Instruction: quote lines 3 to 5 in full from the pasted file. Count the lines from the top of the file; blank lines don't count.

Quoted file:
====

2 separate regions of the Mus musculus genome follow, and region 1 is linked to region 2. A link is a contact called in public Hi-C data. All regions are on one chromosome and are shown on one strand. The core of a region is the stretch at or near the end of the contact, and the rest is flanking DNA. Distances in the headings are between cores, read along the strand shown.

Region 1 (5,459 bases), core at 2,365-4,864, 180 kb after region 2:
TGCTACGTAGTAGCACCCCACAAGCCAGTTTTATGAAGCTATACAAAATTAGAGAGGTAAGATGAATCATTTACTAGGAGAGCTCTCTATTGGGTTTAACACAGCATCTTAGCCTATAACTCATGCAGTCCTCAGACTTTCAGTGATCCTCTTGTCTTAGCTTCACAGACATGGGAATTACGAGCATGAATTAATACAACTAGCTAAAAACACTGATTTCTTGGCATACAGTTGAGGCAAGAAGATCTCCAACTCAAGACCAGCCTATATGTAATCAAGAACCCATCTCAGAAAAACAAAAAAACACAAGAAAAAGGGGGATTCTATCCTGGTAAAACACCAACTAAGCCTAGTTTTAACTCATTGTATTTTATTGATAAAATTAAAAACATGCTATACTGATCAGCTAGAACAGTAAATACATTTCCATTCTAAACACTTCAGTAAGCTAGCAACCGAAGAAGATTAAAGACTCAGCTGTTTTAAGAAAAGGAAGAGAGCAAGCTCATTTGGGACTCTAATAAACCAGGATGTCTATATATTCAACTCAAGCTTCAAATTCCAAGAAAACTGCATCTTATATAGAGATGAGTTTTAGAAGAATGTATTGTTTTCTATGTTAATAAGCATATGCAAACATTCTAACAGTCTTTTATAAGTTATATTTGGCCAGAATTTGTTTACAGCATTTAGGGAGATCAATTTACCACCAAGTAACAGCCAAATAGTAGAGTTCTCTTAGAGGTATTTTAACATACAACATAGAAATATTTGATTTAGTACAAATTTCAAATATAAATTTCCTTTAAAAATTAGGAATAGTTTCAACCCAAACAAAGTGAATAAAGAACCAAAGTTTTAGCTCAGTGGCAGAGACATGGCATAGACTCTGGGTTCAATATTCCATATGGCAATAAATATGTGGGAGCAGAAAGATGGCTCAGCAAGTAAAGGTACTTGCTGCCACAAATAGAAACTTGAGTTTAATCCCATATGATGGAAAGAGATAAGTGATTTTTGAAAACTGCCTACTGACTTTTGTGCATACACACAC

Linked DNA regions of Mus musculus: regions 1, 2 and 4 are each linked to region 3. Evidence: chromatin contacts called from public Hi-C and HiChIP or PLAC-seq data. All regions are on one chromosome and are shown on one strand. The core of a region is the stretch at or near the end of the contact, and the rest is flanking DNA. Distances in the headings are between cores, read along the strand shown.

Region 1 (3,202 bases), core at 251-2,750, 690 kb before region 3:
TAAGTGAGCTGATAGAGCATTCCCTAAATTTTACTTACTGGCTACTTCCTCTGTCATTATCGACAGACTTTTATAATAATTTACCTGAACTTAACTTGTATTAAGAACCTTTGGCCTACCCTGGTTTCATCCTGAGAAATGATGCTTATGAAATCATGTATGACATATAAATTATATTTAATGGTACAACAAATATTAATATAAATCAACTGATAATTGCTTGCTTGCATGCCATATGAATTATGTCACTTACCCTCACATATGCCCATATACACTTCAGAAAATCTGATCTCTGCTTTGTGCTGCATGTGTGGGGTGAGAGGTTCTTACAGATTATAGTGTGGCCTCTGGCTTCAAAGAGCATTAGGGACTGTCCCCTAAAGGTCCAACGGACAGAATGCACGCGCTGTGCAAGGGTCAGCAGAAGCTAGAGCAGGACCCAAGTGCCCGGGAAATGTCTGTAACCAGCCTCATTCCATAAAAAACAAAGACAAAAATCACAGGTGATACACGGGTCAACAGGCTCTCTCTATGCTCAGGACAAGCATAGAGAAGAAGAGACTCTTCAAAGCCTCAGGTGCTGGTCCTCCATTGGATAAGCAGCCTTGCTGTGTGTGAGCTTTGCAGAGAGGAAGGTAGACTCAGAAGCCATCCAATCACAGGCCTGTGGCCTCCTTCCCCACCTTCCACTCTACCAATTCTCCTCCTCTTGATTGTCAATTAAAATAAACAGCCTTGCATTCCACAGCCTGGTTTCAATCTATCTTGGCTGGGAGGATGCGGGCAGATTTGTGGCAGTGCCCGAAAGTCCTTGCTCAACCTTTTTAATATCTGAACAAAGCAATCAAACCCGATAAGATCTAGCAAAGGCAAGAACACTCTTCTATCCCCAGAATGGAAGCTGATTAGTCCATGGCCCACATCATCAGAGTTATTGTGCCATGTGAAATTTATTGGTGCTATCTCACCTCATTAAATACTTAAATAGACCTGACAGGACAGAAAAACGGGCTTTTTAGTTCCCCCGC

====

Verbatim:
TGCTACGTAGTAGCACCCCACAAGCCAGTTTTATGAAGCTATACAAAATTAGAGAGGTAAGATGAATCATTTACTAGGAGAGCTCTCTATTGGGTTTAACACAGCATCTTAGCCTATAACTCATGCAGTCCTCAGACTTTCAGTGATCCTCTTGTCTTAGCTTCACAGACATGGGAATTACGAGCATGAATTAATACAACTAGCTAAAAACACTGATTTCTTGGCATACAGTTGAGGCAAGAAGATCTCCAACTCAAGACCAGCCTATATGTAATCAAGAACCCATCTCAGAAAAACAAAAAAACACAAGAAAAAGGGGGATTCTATCCTGGTAAAACACCAACTAAGCCTAGTTTTAACTCATTGTATTTTATTGATAAAATTAAAAACATGCTATACTGATCAGCTAGAACAGTAAATACATTTCCATTCTAAACACTTCAGTAAGCTAGCAACCGAAGAAGATTAAAGACTCAGCTGTTTTAAGAAAAGGAAGAGAGCAAGCTCATTTGGGACTCTAATAAACCAGGATGTCTATATATTCAACTCAAGCTTCAAATTCCAAGAAAACTGCATCTTATATAGAGATGAGTTTTAGAAGAATGTATTGTTTTCTATGTTAATAAGCATATGCAAACATTCTAACAGTCTTTTATAAGTTATATTTGGCCAGAATTTGTTTACAGCATTTAGGGAGATCAATTTACCACCAAGTAACAGCCAAATAGTAGAGTTCTCTTAGAGGTATTTTAACATACAACATAGAAATATTTGATTTAGTACAAATTTCAAATATAAATTTCCTTTAAAAATTAGGAATAGTTTCAACCCAAACAAAGTGAATAAAGAACCAAAGTTTTAGCTCAGTGGCAGAGACATGGCATAGACTCTGGGTTCAATATTCCATATGGCAATAAATATGTGGGAGCAGAAAGATGGCTCAGCAAGTAAAGGTACTTGCTGCCACAAATAGAAACTTGAGTTTAATCCCATATGATGGAAAGAGATAAGTGATTTTTGAAAACTGCCTACTGACTTTTGTGCATACACACAC

Linked DNA regions of Mus musculus: regions 1, 2 and 4 are each linked to region 3. Evidence: chromatin contacts called from public Hi-C and HiChIP or PLAC-seq data. All regions are on one chromosome and are shown on one strand. The core of a region is the stretch at or near the end of the contact, and the rest is flanking DNA. Distances in the headings are between cores, read along the strand shown.

Region 1 (3,202 bases), core at 251-2,750, 690 kb before region 3: